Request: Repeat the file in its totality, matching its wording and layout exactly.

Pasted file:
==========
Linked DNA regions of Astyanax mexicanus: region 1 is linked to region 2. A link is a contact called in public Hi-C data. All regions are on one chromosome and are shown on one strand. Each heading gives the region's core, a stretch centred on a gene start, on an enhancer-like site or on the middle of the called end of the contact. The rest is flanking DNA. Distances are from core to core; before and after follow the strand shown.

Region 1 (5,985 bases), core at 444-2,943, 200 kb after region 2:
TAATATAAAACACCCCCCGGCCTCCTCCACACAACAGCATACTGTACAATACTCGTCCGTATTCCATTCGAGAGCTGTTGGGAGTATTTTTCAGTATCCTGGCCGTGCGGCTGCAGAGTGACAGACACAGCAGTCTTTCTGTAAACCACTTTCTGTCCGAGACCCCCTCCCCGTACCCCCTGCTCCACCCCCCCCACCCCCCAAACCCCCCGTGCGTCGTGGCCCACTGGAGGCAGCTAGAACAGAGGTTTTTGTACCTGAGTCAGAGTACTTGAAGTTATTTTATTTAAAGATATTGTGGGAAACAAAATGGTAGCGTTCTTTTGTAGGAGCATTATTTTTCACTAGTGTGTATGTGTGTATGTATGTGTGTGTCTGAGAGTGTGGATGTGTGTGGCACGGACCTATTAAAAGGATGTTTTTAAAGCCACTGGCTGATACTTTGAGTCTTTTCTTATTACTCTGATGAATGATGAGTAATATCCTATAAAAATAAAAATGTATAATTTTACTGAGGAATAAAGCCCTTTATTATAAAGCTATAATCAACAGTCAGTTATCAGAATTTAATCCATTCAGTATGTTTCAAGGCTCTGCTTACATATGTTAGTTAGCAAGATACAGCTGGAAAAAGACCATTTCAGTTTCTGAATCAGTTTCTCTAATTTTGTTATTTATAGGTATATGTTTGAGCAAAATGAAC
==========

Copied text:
Linked DNA regions of Astyanax mexicanus: region 1 is linked to region 2. A link is a contact called in public Hi-C data. All regions are on one chromosome and are shown on one strand. Each heading gives the region's core, a stretch centred on a gene start, on an enhancer-like site or on the middle of the called end of the contact. The rest is flanking DNA. Distances are from core to core; before and after follow the strand shown.

Region 1 (5,985 bases), core at 444-2,943, 200 kb after region 2:
TAATATAAAACACCCCCCGGCCTCCTCCACACAACAGCATACTGTACAATACTCGTCCGTATTCCATTCGAGAGCTGTTGGGAGTATTTTTCAGTATCCTGGCCGTGCGGCTGCAGAGTGACAGACACAGCAGTCTTTCTGTAAACCACTTTCTGTCCGAGACCCCCTCCCCGTACCCCCTGCTCCACCCCCCCCACCCCCCAAACCCCCCGTGCGTCGTGGCCCACTGGAGGCAGCTAGAACAGAGGTTTTTGTACCTGAGTCAGAGTACTTGAAGTTATTTTATTTAAAGATATTGTGGGAAACAAAATGGTAGCGTTCTTTTGTAGGAGCATTATTTTTCACTAGTGTGTATGTGTGTATGTATGTGTGTGTCTGAGAGTGTGGATGTGTGTGGCACGGACCTATTAAAAGGATGTTTTTAAAGCCACTGGCTGATACTTTGAGTCTTTTCTTATTACTCTGATGAATGATGAGTAATATCCTATAAAAATAAAAATGTATAATTTTACTGAGGAATAAAGCCCTTTATTATAAAGCTATAATCAACAGTCAGTTATCAGAATTTAATCCATTCAGTATGTTTCAAGGCTCTGCTTACATATGTTAGTTAGCAAGATACAGCTGGAAAAAGACCATTTCAGTTTCTGAATCAGTTTCTCTAATTTTGTTATTTATAGGTATATGTTTGAGCAAAATGAAC